Seeing Scorpius rising a reminder of the beauty of Dunedin

Photo: Ian Griffin
Photo: Ian Griffin
I sat beside Hoopers Inlet a few nights ago.

It was remarkably still with only occasional splooshes from local wildlife piercing the pervading silence. It was well after midnight, and I was alone with my thoughts, enjoying the star reflections on the inlet’s calm waters. In the east the constellation Scorpius was rising, the familiar fishhook shape just clearing the horizon.

Whenever I see Scorpius rising, I always turn around to farewell my old friend, the constellation Orion. Orion and Scorpius are opposite each other in the sky; as one rises, the other sets.

The story of Scorpius and Orion being on opposite sides of the sky comes from Greek mythology. According to legend, Orion was a giant huntsman known for his exceptional strength. He was the son of Poseidon, the god of the sea, and Euryale, one of the Gorgons. Orion’s hunting prowess earned him fame and admiration. However, his arrogance often led him to boast of his abilities and even challenge the gods.

Meanwhile, Scorpius, also known as Scorpio, was a giant scorpion sent by Gaia, the Earth goddess, to kill Orion. This was because Orion’s boastfulness had offended both Gaia and Artemis, the goddess of the hunt. Artemis, who had a close relationship with Orion, felt betrayed by his arrogance and sought retribution.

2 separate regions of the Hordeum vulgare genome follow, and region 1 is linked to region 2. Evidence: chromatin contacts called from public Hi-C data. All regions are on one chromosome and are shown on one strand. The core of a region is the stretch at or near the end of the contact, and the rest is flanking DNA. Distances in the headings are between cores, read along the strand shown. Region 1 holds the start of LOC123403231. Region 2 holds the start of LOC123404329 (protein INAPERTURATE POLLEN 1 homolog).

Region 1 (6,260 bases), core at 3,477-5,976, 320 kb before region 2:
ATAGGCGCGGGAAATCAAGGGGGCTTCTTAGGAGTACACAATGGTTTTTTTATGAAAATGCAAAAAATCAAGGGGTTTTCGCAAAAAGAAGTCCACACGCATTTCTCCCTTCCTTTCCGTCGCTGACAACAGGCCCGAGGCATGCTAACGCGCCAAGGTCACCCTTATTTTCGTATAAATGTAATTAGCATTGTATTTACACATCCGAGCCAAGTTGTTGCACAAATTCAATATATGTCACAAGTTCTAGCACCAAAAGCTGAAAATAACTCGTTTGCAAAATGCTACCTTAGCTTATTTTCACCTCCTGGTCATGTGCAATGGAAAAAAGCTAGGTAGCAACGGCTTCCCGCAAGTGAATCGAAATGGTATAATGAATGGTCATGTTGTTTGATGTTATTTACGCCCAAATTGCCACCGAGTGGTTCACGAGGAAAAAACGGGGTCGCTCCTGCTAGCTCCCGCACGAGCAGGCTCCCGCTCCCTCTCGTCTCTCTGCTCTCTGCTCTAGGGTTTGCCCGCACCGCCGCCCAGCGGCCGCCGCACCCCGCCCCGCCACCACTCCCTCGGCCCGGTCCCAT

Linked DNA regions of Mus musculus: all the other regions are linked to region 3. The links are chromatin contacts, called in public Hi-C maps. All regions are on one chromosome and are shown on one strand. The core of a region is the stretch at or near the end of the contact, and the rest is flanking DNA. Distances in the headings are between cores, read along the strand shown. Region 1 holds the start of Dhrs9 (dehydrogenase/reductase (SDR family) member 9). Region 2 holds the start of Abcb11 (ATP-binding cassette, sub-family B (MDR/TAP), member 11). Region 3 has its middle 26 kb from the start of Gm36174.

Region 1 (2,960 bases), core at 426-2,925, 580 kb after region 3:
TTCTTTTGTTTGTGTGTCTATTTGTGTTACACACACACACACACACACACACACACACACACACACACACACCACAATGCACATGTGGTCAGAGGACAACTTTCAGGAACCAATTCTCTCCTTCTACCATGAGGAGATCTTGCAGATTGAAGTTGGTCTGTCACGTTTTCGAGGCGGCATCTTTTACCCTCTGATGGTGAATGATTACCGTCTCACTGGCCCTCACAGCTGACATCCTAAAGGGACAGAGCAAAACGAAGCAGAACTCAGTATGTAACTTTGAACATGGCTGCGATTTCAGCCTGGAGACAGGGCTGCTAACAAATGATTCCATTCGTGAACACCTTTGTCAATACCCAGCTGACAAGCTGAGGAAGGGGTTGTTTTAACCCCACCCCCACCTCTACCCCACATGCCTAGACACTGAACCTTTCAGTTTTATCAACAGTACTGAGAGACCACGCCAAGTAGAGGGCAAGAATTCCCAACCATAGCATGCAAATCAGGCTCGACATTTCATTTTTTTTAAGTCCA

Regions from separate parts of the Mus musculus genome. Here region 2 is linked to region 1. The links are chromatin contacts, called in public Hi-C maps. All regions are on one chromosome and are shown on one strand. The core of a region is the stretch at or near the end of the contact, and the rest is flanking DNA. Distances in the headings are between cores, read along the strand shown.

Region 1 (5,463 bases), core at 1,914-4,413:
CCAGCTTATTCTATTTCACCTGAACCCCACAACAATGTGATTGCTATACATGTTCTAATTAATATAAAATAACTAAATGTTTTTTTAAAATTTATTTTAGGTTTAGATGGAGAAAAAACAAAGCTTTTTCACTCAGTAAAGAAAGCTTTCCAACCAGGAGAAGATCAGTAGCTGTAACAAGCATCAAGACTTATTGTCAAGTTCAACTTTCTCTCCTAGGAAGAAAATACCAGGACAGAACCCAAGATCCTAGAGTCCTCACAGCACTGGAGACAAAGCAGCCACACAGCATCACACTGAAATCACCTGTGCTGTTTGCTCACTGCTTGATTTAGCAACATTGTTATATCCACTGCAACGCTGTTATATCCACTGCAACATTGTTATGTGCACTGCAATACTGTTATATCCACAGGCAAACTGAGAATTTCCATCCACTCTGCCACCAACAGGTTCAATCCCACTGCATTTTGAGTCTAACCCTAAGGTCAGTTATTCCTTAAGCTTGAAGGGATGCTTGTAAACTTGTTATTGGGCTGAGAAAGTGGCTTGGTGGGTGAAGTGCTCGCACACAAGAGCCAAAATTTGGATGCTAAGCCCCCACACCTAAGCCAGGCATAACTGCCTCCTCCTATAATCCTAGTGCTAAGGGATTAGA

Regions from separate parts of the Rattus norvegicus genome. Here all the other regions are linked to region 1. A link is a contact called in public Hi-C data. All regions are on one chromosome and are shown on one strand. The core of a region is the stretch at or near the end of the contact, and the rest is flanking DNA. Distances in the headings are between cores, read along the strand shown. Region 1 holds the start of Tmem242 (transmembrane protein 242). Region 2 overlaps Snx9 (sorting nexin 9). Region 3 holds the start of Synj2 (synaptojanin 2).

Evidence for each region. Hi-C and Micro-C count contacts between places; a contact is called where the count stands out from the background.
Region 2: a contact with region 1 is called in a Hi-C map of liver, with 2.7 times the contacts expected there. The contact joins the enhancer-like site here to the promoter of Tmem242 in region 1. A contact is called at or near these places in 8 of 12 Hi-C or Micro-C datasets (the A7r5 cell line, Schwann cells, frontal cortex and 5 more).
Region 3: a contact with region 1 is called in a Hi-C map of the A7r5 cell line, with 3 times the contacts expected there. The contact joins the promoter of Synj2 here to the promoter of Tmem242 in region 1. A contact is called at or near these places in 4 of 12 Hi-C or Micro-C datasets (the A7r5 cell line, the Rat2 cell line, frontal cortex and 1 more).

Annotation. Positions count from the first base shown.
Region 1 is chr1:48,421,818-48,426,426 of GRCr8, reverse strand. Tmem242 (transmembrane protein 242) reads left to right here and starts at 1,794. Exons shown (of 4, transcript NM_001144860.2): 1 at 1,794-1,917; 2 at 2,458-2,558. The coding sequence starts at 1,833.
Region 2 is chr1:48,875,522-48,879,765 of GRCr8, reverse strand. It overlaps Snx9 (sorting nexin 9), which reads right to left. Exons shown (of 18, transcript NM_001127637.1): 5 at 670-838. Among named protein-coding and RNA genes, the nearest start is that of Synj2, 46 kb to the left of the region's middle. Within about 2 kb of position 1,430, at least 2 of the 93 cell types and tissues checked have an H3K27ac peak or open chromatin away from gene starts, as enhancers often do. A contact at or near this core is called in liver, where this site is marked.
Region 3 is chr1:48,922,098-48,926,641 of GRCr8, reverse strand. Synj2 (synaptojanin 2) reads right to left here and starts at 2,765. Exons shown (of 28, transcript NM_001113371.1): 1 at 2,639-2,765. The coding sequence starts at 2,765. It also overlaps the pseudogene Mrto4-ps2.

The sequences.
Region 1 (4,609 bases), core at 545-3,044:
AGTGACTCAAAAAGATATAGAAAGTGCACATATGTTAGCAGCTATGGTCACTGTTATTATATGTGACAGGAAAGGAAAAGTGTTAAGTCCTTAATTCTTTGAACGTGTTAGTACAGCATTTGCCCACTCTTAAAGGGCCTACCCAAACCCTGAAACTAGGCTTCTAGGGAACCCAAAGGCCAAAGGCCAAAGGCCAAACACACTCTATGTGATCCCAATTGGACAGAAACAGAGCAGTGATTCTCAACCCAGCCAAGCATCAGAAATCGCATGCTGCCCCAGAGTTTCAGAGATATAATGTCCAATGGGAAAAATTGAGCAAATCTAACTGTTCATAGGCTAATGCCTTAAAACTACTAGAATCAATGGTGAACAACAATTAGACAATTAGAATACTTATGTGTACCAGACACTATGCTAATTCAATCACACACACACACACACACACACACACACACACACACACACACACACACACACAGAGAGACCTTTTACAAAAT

One version of the myth recounts that Orion boasted to Artemis that he could kill every creature on Earth. To protect her beloved animals, Artemis sent Scorpius to confront Orion. In a fierce battle, the scorpion stung Orion with its poisonous tail, mortally wounding him.

After Orion’s death, Zeus, the king of the gods, was moved by Artemis’ grief and decided to honour Orion and Scorpius in the night sky. He placed them on opposite sides of the celestial sphere to ensure they would never again meet and cause further conflict.

On this night I was delighted to see the familiar pattern of Orion’s belt stars setting behind Hereweka. I couldn’t resist the chance to capture the moment with my camera. I was reminded, once again, of the beauty of the place I call my home.